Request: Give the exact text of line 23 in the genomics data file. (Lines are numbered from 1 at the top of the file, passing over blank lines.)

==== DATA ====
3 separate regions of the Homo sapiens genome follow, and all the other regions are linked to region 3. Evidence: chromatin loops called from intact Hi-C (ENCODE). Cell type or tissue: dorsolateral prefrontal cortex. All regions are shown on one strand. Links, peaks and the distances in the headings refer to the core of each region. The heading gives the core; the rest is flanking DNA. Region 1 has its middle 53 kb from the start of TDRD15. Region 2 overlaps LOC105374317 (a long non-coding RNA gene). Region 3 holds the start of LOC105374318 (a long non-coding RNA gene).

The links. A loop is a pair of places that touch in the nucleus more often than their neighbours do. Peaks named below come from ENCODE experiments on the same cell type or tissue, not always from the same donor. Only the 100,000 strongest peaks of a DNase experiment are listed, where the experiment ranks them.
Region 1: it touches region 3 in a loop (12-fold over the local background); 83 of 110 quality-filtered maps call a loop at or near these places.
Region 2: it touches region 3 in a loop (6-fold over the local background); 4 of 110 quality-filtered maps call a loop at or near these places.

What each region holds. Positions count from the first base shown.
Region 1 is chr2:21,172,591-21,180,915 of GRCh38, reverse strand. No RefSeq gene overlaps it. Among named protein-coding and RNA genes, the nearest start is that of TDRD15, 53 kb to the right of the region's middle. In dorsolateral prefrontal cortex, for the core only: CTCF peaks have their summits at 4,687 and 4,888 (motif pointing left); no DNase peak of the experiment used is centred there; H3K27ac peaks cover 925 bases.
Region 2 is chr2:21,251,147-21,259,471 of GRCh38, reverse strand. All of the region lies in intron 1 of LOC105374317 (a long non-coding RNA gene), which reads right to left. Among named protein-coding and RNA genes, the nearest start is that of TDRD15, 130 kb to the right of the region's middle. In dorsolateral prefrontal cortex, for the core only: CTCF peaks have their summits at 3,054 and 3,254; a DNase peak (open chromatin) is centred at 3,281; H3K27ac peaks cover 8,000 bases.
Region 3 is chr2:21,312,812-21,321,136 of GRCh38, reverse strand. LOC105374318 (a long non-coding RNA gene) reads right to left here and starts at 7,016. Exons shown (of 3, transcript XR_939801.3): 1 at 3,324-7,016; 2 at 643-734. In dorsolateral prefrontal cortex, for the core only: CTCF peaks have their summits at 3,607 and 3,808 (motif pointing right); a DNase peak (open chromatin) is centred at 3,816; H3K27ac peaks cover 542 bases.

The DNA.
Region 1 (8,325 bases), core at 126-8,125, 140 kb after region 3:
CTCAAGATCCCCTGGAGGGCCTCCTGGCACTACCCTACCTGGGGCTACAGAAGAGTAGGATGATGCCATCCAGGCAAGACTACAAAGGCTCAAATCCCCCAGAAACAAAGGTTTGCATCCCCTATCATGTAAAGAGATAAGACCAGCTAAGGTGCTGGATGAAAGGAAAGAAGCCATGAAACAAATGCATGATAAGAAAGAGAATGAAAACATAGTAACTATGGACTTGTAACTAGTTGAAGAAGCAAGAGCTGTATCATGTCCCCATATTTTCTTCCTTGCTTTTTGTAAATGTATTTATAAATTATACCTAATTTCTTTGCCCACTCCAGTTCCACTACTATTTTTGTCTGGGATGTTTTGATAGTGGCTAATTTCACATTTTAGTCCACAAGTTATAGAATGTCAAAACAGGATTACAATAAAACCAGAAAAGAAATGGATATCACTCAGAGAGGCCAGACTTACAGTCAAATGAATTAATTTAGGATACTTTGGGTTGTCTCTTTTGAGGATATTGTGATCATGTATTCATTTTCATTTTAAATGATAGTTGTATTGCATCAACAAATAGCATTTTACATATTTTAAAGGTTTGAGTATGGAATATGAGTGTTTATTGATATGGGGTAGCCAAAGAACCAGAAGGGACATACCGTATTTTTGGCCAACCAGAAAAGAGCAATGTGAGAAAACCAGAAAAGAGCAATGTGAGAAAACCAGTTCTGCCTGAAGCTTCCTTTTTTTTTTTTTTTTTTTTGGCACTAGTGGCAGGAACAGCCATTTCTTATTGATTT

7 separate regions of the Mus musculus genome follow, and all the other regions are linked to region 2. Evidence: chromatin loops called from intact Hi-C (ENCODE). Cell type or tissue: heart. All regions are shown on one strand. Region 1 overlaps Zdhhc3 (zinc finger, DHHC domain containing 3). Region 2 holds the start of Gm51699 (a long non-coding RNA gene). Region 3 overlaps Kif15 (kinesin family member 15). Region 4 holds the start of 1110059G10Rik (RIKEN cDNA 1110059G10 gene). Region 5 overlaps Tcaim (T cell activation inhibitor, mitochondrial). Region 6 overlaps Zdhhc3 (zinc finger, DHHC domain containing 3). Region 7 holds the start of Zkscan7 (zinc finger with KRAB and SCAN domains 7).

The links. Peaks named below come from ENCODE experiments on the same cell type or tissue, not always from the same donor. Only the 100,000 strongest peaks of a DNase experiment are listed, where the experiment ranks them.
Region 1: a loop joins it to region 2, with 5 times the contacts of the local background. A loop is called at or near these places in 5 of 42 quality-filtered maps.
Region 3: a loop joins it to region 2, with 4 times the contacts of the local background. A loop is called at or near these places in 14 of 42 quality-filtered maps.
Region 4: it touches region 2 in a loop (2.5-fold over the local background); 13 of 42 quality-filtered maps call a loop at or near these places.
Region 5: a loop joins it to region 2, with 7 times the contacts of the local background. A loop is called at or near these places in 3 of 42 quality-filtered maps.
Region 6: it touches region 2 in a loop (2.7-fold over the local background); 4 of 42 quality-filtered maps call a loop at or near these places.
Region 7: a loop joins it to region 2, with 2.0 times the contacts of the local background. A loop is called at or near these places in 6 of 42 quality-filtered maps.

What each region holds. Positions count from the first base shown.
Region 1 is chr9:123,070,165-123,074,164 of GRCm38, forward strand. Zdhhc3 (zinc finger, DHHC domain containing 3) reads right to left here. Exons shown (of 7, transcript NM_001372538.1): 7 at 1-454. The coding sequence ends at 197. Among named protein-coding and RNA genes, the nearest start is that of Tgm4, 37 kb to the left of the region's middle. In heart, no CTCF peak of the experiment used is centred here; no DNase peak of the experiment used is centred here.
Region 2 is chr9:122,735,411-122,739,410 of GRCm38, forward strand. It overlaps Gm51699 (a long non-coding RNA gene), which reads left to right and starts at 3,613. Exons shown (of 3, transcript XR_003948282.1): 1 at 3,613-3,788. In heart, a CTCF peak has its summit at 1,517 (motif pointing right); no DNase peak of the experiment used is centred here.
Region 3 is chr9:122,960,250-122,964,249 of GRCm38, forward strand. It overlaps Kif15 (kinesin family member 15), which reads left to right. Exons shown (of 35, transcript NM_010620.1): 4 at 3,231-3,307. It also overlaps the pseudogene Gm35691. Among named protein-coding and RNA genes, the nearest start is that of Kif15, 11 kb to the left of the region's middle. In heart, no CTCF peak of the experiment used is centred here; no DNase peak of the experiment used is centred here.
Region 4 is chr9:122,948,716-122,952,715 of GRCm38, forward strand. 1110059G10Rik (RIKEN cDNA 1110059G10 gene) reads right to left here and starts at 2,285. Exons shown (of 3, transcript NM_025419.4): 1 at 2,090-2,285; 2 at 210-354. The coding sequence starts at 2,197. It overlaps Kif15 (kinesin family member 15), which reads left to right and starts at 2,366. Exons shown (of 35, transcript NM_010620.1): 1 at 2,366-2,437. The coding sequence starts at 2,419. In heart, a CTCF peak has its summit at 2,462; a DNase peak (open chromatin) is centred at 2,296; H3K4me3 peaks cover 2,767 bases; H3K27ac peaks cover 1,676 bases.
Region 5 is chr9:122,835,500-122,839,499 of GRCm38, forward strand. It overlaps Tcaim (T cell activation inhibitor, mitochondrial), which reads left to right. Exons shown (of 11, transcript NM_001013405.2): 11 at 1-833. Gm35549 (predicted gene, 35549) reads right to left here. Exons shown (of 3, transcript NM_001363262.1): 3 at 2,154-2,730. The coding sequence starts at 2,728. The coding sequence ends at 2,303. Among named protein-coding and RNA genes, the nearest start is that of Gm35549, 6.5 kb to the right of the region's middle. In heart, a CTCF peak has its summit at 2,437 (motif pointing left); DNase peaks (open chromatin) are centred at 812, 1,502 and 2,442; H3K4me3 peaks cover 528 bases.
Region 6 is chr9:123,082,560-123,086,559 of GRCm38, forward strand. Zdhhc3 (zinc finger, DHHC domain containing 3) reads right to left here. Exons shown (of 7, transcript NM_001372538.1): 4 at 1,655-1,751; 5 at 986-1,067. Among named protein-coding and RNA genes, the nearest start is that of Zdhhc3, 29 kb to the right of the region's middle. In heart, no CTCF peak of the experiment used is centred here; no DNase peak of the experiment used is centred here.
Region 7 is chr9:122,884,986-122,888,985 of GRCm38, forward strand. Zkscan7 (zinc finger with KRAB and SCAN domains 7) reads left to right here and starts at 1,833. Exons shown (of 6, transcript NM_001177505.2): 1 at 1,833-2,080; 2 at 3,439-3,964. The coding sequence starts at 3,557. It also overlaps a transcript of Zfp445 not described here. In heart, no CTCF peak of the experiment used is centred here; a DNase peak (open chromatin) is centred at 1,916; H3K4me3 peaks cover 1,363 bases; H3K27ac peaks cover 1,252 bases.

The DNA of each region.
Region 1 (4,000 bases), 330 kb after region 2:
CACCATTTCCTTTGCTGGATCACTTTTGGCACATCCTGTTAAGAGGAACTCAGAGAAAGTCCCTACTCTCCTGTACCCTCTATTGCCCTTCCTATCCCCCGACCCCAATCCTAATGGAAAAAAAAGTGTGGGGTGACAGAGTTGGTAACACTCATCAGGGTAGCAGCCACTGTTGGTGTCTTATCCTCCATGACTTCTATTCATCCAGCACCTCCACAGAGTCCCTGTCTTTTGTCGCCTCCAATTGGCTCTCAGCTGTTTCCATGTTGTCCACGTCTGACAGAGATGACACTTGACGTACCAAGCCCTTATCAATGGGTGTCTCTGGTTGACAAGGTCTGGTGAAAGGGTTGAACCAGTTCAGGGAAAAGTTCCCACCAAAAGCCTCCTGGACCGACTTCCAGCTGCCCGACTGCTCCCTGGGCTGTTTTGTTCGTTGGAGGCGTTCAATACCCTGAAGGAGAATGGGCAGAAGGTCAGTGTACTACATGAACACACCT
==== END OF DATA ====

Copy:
Region 3 is chr9:122,960,250-122,964,249 of GRCm38, forward strand. It overlaps Kif15 (kinesin family member 15), which reads left to right. Exons shown (of 35, transcript NM_010620.1): 4 at 3,231-3,307. It also overlaps the pseudogene Gm35691. Among named protein-coding and RNA genes, the nearest start is that of Kif15, 11 kb to the left of the region's middle. In heart, no CTCF peak of the experiment used is centred here; no DNase peak of the experiment used is centred here.